The Dodgers bullpen is loaded with veteran arms, ranging from Jamey Wright to Chris Perez to the two names above. While Perez has closing experience, he’s been a fairly underwhelming pitcher the last few seasons. Perhaps not on the scale of Brandon League but then again, that’s a high bar to clear. Jansen is one of the best relievers in baseball and ranks well with Craig Kimbrel and Greg Holland when it comes to bat-missing, elite closers. There’s no reason he shouldn’t hold on to this job for the foreseeable future, with his biggest previous issue being a since corrected irregular heartbeat. Wilson is the backup closer and frontline set up man, who showed what he could do in a shortened season last year. If forced into the closers role he would once again be a top-tier closer, even if the nastiness of his stuff no longer compares with the nastiness of his beard.
Position Battle: Left-Handed-Hitting Outfielder: Andre Ethier vs. Carl Crawford
Everything is pretty much set when it comes to the Dodgers lineup with the exception of their four outfielders for three positions. Puig seems to be the only sure thing in this situation, as Kemp has health woes, on top of questions about whether he can still produce. In his favor though is that he’s probably the best center fielder on the roster, which might say more about the Dodgers’ roster than it does his ability, but that’s neither here nor there.
Kemp and Puig are two of the more dynamic players in baseball, when right, and that could leave Ethier battling Crawford for playing time. Crawford offers a top-of-the-lineup skillset that the Dodgers otherwise lack, while Ethier is more of a middle-of-the-lineup type. Los Angeles can solve this by moving Kemp and Puig to the top of the lineup, but, while Mattingly has shown a willingness to move players around, he also appears to prefer a standard lineup dynamic. It’s hard to imagine all the Dodgers outfielders remaining healthy, but it’s also hard to conceive of them consistently sitting one of these guys. If I had to gamble on one, it would be Crawford just due to how he fits the lineup, but even with the rest most of these players require, a trade seems likely at some point. I don’t think one of these two “winning out” will drastically affect the other nearly as much as an injury or trade will.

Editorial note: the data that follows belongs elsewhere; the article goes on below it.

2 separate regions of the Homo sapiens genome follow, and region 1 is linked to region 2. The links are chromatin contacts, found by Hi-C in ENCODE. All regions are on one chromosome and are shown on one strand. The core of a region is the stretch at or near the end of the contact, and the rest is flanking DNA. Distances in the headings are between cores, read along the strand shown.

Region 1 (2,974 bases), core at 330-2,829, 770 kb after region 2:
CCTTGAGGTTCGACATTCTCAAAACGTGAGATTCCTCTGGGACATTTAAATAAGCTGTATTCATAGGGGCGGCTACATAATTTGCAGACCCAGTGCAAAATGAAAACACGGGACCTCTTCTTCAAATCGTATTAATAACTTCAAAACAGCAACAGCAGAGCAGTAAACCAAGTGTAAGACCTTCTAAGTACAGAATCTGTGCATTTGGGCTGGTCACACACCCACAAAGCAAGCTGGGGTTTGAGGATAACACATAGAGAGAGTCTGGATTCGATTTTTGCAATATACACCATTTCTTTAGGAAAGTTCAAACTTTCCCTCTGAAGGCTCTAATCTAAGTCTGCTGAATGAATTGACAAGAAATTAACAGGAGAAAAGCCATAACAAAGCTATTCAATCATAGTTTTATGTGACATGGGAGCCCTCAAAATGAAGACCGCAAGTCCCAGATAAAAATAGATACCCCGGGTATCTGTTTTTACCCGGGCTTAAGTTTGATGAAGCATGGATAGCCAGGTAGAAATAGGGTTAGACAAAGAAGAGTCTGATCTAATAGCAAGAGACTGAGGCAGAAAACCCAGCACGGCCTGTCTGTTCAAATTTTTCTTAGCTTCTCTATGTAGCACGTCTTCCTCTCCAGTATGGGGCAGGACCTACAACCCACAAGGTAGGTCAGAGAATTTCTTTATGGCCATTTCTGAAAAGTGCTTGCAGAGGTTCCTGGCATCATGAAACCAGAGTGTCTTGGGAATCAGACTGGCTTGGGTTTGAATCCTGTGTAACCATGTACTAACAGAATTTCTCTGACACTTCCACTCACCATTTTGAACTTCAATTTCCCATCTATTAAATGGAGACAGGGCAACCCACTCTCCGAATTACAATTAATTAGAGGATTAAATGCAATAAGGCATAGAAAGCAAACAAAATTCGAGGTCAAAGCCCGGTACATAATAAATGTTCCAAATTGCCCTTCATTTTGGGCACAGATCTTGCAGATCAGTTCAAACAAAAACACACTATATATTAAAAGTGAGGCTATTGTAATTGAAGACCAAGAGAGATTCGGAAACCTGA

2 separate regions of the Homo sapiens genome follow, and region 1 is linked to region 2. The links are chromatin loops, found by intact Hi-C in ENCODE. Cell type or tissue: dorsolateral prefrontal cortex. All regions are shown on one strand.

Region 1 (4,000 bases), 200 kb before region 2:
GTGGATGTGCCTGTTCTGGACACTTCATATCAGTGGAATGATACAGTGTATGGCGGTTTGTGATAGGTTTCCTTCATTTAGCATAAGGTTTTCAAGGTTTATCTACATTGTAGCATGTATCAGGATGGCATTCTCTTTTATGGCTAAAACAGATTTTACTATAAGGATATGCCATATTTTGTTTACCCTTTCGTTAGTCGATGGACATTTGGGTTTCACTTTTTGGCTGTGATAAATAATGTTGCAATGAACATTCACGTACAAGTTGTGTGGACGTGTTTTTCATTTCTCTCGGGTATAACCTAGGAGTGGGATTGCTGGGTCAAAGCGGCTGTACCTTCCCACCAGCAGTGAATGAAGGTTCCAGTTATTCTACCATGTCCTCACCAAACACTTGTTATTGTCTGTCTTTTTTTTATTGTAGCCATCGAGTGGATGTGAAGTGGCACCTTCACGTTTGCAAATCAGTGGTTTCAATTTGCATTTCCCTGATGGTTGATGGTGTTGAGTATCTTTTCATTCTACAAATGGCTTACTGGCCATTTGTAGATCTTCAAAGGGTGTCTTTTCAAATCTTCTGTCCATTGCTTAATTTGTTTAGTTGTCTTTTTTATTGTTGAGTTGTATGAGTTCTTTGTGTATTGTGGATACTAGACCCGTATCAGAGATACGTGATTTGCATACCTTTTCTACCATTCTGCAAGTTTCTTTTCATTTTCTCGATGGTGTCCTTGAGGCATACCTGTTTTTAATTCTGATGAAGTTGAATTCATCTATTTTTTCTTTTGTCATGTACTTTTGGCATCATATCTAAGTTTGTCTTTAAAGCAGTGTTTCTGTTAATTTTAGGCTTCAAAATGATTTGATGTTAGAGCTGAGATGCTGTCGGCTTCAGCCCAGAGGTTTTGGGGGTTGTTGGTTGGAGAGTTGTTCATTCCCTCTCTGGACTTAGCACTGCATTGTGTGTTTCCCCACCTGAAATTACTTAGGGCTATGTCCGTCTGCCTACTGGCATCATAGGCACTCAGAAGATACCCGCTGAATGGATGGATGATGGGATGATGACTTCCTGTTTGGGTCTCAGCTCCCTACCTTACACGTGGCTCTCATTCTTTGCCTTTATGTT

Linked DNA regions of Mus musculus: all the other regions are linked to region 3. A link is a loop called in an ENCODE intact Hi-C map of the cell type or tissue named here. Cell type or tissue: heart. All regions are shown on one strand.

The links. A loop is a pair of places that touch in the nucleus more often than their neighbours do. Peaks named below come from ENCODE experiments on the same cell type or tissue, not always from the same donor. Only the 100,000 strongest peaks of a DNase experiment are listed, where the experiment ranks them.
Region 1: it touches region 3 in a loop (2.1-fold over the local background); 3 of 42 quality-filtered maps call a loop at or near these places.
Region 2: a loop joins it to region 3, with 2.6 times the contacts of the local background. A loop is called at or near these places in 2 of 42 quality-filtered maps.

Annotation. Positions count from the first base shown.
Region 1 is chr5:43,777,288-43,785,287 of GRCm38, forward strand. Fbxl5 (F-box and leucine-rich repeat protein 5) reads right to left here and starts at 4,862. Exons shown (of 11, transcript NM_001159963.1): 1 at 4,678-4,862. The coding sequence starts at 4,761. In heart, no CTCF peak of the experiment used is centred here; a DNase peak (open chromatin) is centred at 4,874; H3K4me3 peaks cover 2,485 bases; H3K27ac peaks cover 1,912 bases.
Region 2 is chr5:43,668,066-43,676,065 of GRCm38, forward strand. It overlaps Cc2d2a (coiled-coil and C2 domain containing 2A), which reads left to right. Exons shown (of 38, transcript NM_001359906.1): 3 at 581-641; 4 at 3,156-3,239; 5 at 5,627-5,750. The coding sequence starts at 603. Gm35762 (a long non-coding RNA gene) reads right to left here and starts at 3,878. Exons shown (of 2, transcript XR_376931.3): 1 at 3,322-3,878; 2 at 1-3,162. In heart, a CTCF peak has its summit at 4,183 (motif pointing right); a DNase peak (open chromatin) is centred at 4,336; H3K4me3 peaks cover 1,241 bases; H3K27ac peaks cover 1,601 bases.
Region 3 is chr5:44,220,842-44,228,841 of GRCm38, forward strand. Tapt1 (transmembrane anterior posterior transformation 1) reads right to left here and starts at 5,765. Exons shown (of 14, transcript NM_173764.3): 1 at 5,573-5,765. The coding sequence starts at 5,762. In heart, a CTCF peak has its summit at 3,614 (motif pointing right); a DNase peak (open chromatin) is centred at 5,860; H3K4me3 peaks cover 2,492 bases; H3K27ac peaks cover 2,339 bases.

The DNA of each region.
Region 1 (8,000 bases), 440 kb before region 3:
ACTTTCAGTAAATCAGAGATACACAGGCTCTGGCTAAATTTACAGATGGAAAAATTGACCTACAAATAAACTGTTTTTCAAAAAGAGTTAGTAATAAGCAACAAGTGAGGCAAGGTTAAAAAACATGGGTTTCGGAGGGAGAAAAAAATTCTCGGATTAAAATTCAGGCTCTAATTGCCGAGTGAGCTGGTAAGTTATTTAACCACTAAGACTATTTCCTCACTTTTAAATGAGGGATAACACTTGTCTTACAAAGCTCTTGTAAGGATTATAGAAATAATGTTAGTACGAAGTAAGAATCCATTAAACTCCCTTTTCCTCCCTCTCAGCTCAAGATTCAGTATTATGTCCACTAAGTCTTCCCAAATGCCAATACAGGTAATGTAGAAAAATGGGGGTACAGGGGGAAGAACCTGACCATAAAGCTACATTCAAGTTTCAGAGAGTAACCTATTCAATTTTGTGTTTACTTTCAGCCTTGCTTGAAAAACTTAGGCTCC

Player to Target: Adrian Gonzalez, 1B
As I alluded to above, there’s a lot of potential for Gonzalez to be undervalued. His power totals have cratered compared to their previous highs, and people are always looking for the next big thing, not the previous big thing. But A-Gon is as steady as they come. He’s going to play in a lot of games, he’s going to hit 20-plus home runs and get plenty of doubles, and he’s going to do it in the middle of a dynamic lineup. That means lots of RBI, and even a healthy number of runs scored considering how slow a runner he is. As long as Don Mattingly doesn’t double-switch him with Dee Gordon again, Gonzalez should be a very safe option, with reasonable upside as well.
Player to Avoid: Alexander Guerrero, 2B
It’s somewhat obvious given the excitement that builds over the unknown combined with the relatively mild reports on Guerrero thus far. There’s obviously a lot of temptation, and it’s easy to see how one can get behind the logic of “he’s at worst an everyday second baseman in a strong lineup, and there’s got to be some upside if the Dodgers sunk $28 million into him.” Of course, the very premise is wrong because at worst he’s a $28 million sunk cost and won’t hit or field enough for the position, meaning Dee Gordon would play every day, and “Dee Gordon, everyday player” is what I use to cure my hiccoughs.
There is upside of course. Very few saw Puig as the type of impact player he turned out to be when he signed, and the same could be true of Guerrero. I don’t want to dismiss Guerrero’s talent, but I’m not sure the risk is worth the reward for a player who had to take so much time off, and then returned and got hurt. There’s likely to be an acclimation process, and while Puig was able to acclimate in the minors, (relatively) out of the spotlight, it seems as if Guerrero is going to get a trial by fire. He might well turn out to be a good buy-low candidate by May, but I’d let someone else deal with his growing pains.
Deep Sleeper: Zach Lee, SP
There aren’t that many deep sleepers in this Dodgers system that have a chance to contribute at the major-league (and thus, fantasy) level. It’s a very top-heavy minor-league system with several of the major players residing in the lower minors. Which means it was basically down to Joc Pederson or Lee when it came to deciding on a deep sleeper, unless middle relievers are your kind of thing. Lee hasn’t gotten a ton of play as a rotation option, despite throwing over 200 innings at Double-A and being billed as a relatively polished pitcher. At 23 years old, they’re not exactly holding him back from the major leagues, but with 131 strikeouts against 35 walks in 142 2/3 innings last year, he might be ready for a new challenge.
Lee is not the dynamic front of the rotation arm that he might have been billed as after signing a $5.25 million dollar deal out of the draft in 2010. That said, he appears to have a high floor as a back-of-the-rotation type, featuring a nice mix of pitches without a dominant strikeout pitch, though his slider comes closest to that label. Again, it’s not the sexiest of profiles, but it should play at the major league level and he is at a position that tends to see its depth tested. If he gets a chance to start, I think he keeps the job.